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At the Electronic Resources & Libraries (ER&L) conference in Austin, Texas, I enjoyed seeing industry experts and librarians sharing ideas and learning from their peers. Most notable in this year’s conference activities was the importance of sharing best practices within management and assessment efforts.
Building successful workflows and analytical reports is an evolutionary process as libraries derive increased value from their management and assessment tools as data is added. Increased return on investment is seen when libraries efficiently get data into systems, engage users, and streamline their approach to data management. The concept of “best practices” for the most successful workflows is the inspiration for two sessions I facilitated at the conference.
“All You Can Eat ERMS, Laying out the Buffet of eResource Management Systems” brought together a group of librarians who actively use an ERMS solution. I worked with two clients (Dani Roach and Anna Creech) to recruit participants; the panel represented a broad spectrum of open source and commercial ERMS products. The educational objectives focused on delivering practical information to help attendees learn how to choose and use an eResource Management approach for their library, staff and systems.
Each panelist described value in centralizing eResource data in a single place. But when asked to describe an ERMS feature that has become essential to workflow, the answers varied widely from “license details,” to “contact information,” to “alerts.” It seems that libraries focus implementation and derive value based on their own biggest challenges.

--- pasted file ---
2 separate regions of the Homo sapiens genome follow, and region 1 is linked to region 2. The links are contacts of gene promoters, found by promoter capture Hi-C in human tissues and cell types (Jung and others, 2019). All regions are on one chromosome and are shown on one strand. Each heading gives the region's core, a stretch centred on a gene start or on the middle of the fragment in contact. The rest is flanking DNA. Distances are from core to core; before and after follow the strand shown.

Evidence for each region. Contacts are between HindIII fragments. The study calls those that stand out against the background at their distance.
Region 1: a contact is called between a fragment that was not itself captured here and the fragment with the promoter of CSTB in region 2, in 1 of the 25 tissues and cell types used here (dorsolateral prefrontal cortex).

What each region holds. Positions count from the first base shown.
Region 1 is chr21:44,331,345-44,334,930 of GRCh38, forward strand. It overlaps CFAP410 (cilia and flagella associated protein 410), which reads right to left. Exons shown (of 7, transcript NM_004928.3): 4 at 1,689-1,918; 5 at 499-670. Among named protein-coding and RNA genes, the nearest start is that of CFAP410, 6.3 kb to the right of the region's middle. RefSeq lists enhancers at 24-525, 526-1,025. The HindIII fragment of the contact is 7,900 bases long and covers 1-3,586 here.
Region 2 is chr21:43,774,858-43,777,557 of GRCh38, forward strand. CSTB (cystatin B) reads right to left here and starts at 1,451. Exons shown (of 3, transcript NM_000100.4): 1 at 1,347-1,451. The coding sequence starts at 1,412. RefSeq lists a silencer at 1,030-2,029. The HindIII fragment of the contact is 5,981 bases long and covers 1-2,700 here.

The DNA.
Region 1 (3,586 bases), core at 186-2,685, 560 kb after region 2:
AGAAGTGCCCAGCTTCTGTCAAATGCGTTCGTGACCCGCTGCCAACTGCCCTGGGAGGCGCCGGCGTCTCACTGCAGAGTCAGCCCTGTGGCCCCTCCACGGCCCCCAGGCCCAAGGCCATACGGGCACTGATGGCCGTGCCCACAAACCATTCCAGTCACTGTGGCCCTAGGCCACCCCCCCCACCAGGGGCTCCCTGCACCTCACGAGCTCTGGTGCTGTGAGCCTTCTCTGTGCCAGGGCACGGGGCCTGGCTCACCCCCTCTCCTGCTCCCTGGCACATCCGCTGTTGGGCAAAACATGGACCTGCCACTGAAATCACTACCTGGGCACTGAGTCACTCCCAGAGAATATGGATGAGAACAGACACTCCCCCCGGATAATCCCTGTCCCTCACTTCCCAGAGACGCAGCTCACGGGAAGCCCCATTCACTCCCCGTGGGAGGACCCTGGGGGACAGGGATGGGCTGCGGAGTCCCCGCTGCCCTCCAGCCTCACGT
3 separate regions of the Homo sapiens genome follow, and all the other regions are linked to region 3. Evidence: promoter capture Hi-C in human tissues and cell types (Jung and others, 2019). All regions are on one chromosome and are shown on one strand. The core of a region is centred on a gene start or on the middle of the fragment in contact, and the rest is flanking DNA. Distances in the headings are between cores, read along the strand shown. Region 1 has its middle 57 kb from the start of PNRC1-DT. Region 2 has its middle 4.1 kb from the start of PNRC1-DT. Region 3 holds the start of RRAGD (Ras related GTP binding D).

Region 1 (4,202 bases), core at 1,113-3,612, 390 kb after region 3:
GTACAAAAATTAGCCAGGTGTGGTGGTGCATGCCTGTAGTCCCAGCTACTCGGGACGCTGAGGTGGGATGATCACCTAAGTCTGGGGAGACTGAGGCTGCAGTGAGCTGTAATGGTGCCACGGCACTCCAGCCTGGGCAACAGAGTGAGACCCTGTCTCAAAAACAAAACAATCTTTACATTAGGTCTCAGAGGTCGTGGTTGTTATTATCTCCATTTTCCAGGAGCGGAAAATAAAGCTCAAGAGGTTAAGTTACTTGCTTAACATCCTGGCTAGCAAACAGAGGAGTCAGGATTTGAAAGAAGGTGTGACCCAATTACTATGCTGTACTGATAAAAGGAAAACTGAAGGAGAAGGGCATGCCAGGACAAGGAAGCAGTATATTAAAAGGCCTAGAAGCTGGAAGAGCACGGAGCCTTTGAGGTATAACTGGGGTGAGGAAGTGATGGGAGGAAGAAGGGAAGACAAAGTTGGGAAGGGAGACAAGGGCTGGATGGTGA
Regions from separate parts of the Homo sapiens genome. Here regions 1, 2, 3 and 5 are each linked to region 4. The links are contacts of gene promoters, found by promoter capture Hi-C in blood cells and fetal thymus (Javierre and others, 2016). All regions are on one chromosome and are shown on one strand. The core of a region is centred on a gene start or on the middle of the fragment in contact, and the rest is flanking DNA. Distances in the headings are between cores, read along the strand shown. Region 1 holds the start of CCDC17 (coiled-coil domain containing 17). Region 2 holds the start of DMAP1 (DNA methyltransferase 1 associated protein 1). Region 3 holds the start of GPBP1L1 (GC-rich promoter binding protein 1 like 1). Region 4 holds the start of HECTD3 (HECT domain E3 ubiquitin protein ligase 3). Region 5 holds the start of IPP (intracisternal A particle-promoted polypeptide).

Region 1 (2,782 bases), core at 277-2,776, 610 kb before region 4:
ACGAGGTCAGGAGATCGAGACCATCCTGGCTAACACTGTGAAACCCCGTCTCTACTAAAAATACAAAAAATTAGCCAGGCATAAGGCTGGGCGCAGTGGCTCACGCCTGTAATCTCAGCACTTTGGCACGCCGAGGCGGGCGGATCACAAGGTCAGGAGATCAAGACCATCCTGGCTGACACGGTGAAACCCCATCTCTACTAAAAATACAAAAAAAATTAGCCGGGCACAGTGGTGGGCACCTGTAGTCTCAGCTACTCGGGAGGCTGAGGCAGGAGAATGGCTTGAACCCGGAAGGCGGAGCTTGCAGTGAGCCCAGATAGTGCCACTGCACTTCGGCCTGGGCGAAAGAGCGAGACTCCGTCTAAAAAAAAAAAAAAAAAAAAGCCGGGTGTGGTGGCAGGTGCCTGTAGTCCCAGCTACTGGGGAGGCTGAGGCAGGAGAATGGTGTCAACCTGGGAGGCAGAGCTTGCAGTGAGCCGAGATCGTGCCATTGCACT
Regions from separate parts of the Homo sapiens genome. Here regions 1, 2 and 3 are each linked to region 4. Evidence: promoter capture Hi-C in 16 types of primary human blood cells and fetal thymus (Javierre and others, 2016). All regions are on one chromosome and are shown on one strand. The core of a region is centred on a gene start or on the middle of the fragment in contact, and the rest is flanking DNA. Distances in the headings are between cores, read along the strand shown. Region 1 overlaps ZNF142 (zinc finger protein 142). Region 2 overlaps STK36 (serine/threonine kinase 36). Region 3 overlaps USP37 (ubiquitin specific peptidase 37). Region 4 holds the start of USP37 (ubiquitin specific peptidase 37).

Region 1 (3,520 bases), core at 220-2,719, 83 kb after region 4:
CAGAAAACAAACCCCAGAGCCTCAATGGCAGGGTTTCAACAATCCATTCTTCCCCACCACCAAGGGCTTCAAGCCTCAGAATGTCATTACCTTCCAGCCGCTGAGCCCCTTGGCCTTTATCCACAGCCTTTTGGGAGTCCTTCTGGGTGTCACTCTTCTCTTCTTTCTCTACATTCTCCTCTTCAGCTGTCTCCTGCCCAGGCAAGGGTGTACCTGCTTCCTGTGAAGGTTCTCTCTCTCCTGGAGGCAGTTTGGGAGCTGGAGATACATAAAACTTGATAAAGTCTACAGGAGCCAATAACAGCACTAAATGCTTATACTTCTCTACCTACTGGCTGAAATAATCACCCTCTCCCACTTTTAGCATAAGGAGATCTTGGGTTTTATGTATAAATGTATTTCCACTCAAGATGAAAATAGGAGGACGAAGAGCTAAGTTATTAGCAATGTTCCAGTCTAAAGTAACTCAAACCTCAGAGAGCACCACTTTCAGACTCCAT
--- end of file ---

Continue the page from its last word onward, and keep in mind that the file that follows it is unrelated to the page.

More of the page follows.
The other session I hosted was called “A Penny Spent is a Penny Saved” and was designed to help attendees consider whether committing to an assessment service would generate a favorable return on investment. Three presenters from different institutions demonstrated how they use assessment tools (like 360 Counter) as part of the larger workflow to make better decisions about their collections. Highlights from their projects included creating a Core Journals list, incorporating print titles into eResource Usage assessment, and trimming a big deal “responsibly” by using auto-harvested usage stats at the point of need.
It was clear that having usage data easily available when needed is a huge benefit in any process. There are a variety of ways to use this data, but what matters is reporting on the value and servicing the library’s mission.
At conferences like ER&L, creating opportunities to share information helps libraries be more effective at management and assessment. I look forward to finding more ways to connect our clients and their peers for this purpose.